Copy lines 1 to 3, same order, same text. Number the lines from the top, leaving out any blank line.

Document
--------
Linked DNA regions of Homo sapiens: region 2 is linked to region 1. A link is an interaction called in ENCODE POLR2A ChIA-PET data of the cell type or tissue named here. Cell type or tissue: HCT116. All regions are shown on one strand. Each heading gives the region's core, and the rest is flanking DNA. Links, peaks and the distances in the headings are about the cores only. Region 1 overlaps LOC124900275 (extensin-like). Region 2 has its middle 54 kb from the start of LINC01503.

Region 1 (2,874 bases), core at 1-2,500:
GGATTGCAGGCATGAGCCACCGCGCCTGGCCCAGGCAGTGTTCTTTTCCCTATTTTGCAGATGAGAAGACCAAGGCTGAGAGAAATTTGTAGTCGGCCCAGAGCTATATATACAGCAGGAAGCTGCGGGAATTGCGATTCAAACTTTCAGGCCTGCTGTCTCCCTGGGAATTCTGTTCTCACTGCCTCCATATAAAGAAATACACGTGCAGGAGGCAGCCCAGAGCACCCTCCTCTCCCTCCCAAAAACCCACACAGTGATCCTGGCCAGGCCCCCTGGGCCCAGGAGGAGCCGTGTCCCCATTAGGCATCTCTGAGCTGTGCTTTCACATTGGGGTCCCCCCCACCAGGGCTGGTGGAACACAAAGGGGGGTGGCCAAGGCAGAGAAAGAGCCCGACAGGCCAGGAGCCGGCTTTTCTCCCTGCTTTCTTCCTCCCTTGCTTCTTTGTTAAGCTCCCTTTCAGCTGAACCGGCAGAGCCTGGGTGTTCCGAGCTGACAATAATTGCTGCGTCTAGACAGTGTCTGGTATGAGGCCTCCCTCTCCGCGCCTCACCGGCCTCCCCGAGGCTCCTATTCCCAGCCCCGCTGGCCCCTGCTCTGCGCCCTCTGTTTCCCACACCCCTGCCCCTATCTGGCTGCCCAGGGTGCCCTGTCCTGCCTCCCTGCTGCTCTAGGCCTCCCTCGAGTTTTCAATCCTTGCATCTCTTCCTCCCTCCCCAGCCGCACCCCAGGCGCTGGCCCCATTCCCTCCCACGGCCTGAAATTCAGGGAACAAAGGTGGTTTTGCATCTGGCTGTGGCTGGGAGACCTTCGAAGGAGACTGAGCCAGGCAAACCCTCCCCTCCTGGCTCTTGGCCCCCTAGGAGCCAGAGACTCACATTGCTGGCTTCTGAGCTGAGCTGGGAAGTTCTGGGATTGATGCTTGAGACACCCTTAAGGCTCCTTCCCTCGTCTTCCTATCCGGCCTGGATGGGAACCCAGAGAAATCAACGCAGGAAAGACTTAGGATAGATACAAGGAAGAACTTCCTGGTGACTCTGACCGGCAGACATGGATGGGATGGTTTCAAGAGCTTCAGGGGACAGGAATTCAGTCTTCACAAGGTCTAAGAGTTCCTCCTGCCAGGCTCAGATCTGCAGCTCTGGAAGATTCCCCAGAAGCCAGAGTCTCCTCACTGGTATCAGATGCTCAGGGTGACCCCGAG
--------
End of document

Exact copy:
Linked DNA regions of Homo sapiens: region 2 is linked to region 1. A link is an interaction called in ENCODE POLR2A ChIA-PET data of the cell type or tissue named here. Cell type or tissue: HCT116. All regions are shown on one strand. Each heading gives the region's core, and the rest is flanking DNA. Links, peaks and the distances in the headings are about the cores only. Region 1 overlaps LOC124900275 (extensin-like). Region 2 has its middle 54 kb from the start of LINC01503.

Region 1 (2,874 bases), core at 1-2,500:
GGATTGCAGGCATGAGCCACCGCGCCTGGCCCAGGCAGTGTTCTTTTCCCTATTTTGCAGATGAGAAGACCAAGGCTGAGAGAAATTTGTAGTCGGCCCAGAGCTATATATACAGCAGGAAGCTGCGGGAATTGCGATTCAAACTTTCAGGCCTGCTGTCTCCCTGGGAATTCTGTTCTCACTGCCTCCATATAAAGAAATACACGTGCAGGAGGCAGCCCAGAGCACCCTCCTCTCCCTCCCAAAAACCCACACAGTGATCCTGGCCAGGCCCCCTGGGCCCAGGAGGAGCCGTGTCCCCATTAGGCATCTCTGAGCTGTGCTTTCACATTGGGGTCCCCCCCACCAGGGCTGGTGGAACACAAAGGGGGGTGGCCAAGGCAGAGAAAGAGCCCGACAGGCCAGGAGCCGGCTTTTCTCCCTGCTTTCTTCCTCCCTTGCTTCTTTGTTAAGCTCCCTTTCAGCTGAACCGGCAGAGCCTGGGTGTTCCGAGCTGACAATAATTGCTGCGTCTAGACAGTGTCTGGTATGAGGCCTCCCTCTCCGCGCCTCACCGGCCTCCCCGAGGCTCCTATTCCCAGCCCCGCTGGCCCCTGCTCTGCGCCCTCTGTTTCCCACACCCCTGCCCCTATCTGGCTGCCCAGGGTGCCCTGTCCTGCCTCCCTGCTGCTCTAGGCCTCCCTCGAGTTTTCAATCCTTGCATCTCTTCCTCCCTCCCCAGCCGCACCCCAGGCGCTGGCCCCATTCCCTCCCACGGCCTGAAATTCAGGGAACAAAGGTGGTTTTGCATCTGGCTGTGGCTGGGAGACCTTCGAAGGAGACTGAGCCAGGCAAACCCTCCCCTCCTGGCTCTTGGCCCCCTAGGAGCCAGAGACTCACATTGCTGGCTTCTGAGCTGAGCTGGGAAGTTCTGGGATTGATGCTTGAGACACCCTTAAGGCTCCTTCCCTCGTCTTCCTATCCGGCCTGGATGGGAACCCAGAGAAATCAACGCAGGAAAGACTTAGGATAGATACAAGGAAGAACTTCCTGGTGACTCTGACCGGCAGACATGGATGGGATGGTTTCAAGAGCTTCAGGGGACAGGAATTCAGTCTTCACAAGGTCTAAGAGTTCCTCCTGCCAGGCTCAGATCTGCAGCTCTGGAAGATTCCCCAGAAGCCAGAGTCTCCTCACTGGTATCAGATGCTCAGGGTGACCCCGAG